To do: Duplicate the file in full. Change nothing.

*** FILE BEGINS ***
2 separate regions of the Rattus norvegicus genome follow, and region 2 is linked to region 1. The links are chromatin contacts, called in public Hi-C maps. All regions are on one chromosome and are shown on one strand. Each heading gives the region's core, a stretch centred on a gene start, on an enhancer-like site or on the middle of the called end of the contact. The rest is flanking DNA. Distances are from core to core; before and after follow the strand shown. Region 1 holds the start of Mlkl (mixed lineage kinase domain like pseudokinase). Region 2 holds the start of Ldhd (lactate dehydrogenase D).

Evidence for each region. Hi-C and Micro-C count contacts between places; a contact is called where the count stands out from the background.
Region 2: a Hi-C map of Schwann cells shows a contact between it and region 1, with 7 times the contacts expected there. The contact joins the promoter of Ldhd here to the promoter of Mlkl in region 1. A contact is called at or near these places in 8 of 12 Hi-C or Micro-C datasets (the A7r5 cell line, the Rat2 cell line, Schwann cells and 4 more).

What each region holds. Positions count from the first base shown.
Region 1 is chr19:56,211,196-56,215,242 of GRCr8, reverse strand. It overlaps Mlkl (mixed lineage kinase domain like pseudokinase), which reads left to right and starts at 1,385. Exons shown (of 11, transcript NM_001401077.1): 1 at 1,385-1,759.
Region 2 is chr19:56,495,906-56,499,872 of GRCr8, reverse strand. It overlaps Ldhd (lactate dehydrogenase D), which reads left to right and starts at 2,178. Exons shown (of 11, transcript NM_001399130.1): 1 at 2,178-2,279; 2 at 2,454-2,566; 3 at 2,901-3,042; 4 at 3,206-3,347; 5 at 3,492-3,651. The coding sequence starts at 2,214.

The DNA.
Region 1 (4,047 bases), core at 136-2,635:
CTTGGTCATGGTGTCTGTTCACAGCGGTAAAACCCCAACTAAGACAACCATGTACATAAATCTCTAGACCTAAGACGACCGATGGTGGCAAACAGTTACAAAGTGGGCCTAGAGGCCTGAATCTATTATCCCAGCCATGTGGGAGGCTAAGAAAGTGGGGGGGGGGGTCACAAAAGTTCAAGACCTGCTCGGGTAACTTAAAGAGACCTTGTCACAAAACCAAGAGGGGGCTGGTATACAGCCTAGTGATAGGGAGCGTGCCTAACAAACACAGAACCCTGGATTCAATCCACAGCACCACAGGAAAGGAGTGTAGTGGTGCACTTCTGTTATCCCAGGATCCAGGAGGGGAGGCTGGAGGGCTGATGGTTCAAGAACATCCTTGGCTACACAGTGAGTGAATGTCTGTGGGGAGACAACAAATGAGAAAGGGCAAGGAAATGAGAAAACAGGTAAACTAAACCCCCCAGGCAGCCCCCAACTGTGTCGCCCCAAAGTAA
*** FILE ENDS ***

2 separate regions of the Rattus norvegicus genome follow, and region 2 is linked to region 1. The links are chromatin contacts, called in public Hi-C maps. All regions are on one chromosome and are shown on one strand. Each heading gives the region's core, a stretch centred on a gene start, on an enhancer-like site or on the middle of the called end of the contact. The rest is flanking DNA. Distances are from core to core; before and after follow the strand shown. Region 1 holds the start of Mlkl (mixed lineage kinase domain like pseudokinase). Region 2 holds the start of Ldhd (lactate dehydrogenase D).

Evidence for each region. Hi-C and Micro-C count contacts between places; a contact is called where the count stands out from the background.
Region 2: a Hi-C map of Schwann cells shows a contact between it and region 1, with 7 times the contacts expected there. The contact joins the promoter of Ldhd here to the promoter of Mlkl in region 1. A contact is called at or near these places in 8 of 12 Hi-C or Micro-C datasets (the A7r5 cell line, the Rat2 cell line, Schwann cells and 4 more).

What each region holds. Positions count from the first base shown.
Region 1 is chr19:56,211,196-56,215,242 of GRCr8, reverse strand. It overlaps Mlkl (mixed lineage kinase domain like pseudokinase), which reads left to right and starts at 1,385. Exons shown (of 11, transcript NM_001401077.1): 1 at 1,385-1,759.
Region 2 is chr19:56,495,906-56,499,872 of GRCr8, reverse strand. It overlaps Ldhd (lactate dehydrogenase D), which reads left to right and starts at 2,178. Exons shown (of 11, transcript NM_001399130.1): 1 at 2,178-2,279; 2 at 2,454-2,566; 3 at 2,901-3,042; 4 at 3,206-3,347; 5 at 3,492-3,651. The coding sequence starts at 2,214.

The DNA.
Region 1 (4,047 bases), core at 136-2,635:
CTTGGTCATGGTGTCTGTTCACAGCGGTAAAACCCCAACTAAGACAACCATGTACATAAATCTCTAGACCTAAGACGACCGATGGTGGCAAACAGTTACAAAGTGGGCCTAGAGGCCTGAATCTATTATCCCAGCCATGTGGGAGGCTAAGAAAGTGGGGGGGGGGGTCACAAAAGTTCAAGACCTGCTCGGGTAACTTAAAGAGACCTTGTCACAAAACCAAGAGGGGGCTGGTATACAGCCTAGTGATAGGGAGCGTGCCTAACAAACACAGAACCCTGGATTCAATCCACAGCACCACAGGAAAGGAGTGTAGTGGTGCACTTCTGTTATCCCAGGATCCAGGAGGGGAGGCTGGAGGGCTGATGGTTCAAGAACATCCTTGGCTACACAGTGAGTGAATGTCTGTGGGGAGACAACAAATGAGAAAGGGCAAGGAAATGAGAAAACAGGTAAACTAAACCCCCCAGGCAGCCCCCAACTGTGTCGCCCCAAAGTAA